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Day Laborers in LA, Nuclear Power and Corporate Finance

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Day Laborers in LA, Nuclear Power and Corporate Finance

Los Angeles lawmakers require home improvement stores to construct shelters for day laborers who wait for work in their parking lots.

Electricity provider Constellation Energy seeks permission to build a new nuclear reactor at Calvert Cliffs in Maryland.

The Securities and Exchange Commission announces a new system for using fines to reimburse investors in companies that violate financial regulations.

More headlines: Listen to the new CEI Weekly Podcast here.

1. LEGAL

Los Angeles lawmakers require home improvement stores to construct shelters for day laborers who wait for work in their parking lots.

CEI Expert Available to Comment: Special Projects Counsel Hans Bader on how the L.A. City Council is out of control:

“Thumbing its nose at property rights, the Los Angeles City Council has just passed an ordinance requiring big-box stores like Home Depot to build shelters for the day-laborers (virtually all illegal aliens) who congregate on their premises. Recently, the City Council passed an ordinance banning new fast food restaurants in predominantly-minority South Central Los Angeles, enforcing what Slate’s Will Saletan has called ‘Food Apartheid.’ Although the ban was passed in the name of fighting obesity, it may well increase obesity, since the junk food sold in convenience stores is often much less nutritious than a Big Mac or Quarter Pounder.”

 

2. ENERGY

Electricity provider Constellation Energy seeks permission to build a new nuclear reactor at Calvert Cliffs in Maryland.

CEI Expert Available to Comment: Adjunct Fellow Steven Milloy on the opposition from environmental groups:

“Maryland's Gov. Martin O'Malley — who is well-regarded by environmentalists for consuming and metabolizing the green Kool-Aid on global warming — supports the Calvert Cliffs expansion. O'Malley apparently realizes that Maryland needs the electricity given the fact that the state is facing rolling blackouts on summer days starting as early as 2011. Moreover, nuclear power is emissions-free, another plus for Maryland's warmer-in-chief. His support is even more remarkable since he recently barred the installation of wind turbines on public lands. The governor's picking nukes over wind must have sent the greens into meltdown. So in response, the desperate greens came up with a bizarre new argument: nuclear power causes global warming.”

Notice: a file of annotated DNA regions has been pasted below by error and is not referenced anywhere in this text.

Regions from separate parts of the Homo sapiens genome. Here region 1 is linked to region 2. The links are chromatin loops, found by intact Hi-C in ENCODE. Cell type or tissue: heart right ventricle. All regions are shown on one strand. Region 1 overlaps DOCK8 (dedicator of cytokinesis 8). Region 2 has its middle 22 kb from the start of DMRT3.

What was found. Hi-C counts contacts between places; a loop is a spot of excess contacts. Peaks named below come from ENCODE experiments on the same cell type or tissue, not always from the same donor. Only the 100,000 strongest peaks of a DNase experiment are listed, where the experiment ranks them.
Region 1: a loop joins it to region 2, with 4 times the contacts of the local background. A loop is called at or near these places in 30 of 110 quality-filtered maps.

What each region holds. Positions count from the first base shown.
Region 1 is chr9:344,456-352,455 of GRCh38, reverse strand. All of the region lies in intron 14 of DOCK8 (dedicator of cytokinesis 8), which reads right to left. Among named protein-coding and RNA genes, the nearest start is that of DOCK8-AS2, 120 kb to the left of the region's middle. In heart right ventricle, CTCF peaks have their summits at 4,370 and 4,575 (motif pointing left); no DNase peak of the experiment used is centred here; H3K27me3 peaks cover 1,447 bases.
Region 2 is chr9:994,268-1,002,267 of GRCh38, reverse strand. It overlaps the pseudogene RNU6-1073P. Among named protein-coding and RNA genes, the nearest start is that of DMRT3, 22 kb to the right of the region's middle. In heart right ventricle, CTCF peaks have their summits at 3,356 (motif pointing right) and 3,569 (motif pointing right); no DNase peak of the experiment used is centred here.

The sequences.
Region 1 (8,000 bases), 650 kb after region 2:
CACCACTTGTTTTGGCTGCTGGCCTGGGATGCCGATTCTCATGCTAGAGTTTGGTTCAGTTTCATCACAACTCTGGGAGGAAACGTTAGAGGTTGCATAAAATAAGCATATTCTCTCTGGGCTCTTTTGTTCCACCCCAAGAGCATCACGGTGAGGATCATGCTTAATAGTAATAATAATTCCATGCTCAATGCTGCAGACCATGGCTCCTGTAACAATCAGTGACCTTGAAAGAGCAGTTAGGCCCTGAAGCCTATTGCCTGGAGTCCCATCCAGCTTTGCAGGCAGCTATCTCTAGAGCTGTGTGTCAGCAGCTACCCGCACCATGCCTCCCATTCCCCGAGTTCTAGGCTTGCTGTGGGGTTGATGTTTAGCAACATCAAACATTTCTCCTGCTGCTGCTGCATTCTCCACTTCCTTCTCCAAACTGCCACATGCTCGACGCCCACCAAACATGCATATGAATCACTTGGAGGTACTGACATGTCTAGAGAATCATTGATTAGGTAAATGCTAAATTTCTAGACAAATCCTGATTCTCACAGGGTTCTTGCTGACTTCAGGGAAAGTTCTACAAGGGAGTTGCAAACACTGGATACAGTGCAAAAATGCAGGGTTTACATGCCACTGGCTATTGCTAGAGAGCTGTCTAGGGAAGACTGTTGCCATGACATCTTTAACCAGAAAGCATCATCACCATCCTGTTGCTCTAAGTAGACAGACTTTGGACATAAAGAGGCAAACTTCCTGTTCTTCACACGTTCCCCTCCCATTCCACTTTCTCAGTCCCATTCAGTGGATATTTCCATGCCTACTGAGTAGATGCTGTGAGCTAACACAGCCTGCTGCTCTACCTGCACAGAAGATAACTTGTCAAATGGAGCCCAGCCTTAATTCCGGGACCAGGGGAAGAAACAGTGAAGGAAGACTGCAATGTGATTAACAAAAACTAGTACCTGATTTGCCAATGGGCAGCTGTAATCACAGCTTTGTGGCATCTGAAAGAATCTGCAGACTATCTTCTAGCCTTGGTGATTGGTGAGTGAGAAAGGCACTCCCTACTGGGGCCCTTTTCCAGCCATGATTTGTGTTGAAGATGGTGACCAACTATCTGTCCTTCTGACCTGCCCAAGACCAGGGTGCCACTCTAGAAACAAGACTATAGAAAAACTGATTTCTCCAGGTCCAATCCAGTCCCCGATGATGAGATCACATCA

3. BUSINESS

The Securities and Exchange Commission announces a new system for using fines to reimburse investors in companies that violate financial regulations.

CEI Expert Available to Comment: Center for Entrepreneurship Director John Berlau on how CEI is challenging a major element of the federal government’s finance rules:

“For more than two years, the Competitive Enterprise Institute has been involved in a constitutional challenge to the Public Company Accounting Oversight Board, the giant agency set up by the Sarbanes-Oxley Act of 2002 to create auditing rules under the law. CEI attorneys Sam Kazman and Hans Bader are of counsel to the plaintiffs in Free Enterprise Fund (FEF) v. PCAOB, and they have worked with the lead attorneys at the Jones Day law firm on the case. Representing both the FEF and Beckstead & Watts, a small Nevada accounting firm burdened by the PCAOB’s mandates, we have argued that the agency violates the Constitution’s Appointments Clause because it wields enormous power (and the individuals on its its five-member board actually get paid more than the president), yet its leaders are not subject to the Presidential appointment and Senate confirmation.”

Listen to the new CEI Weekly Podcast here.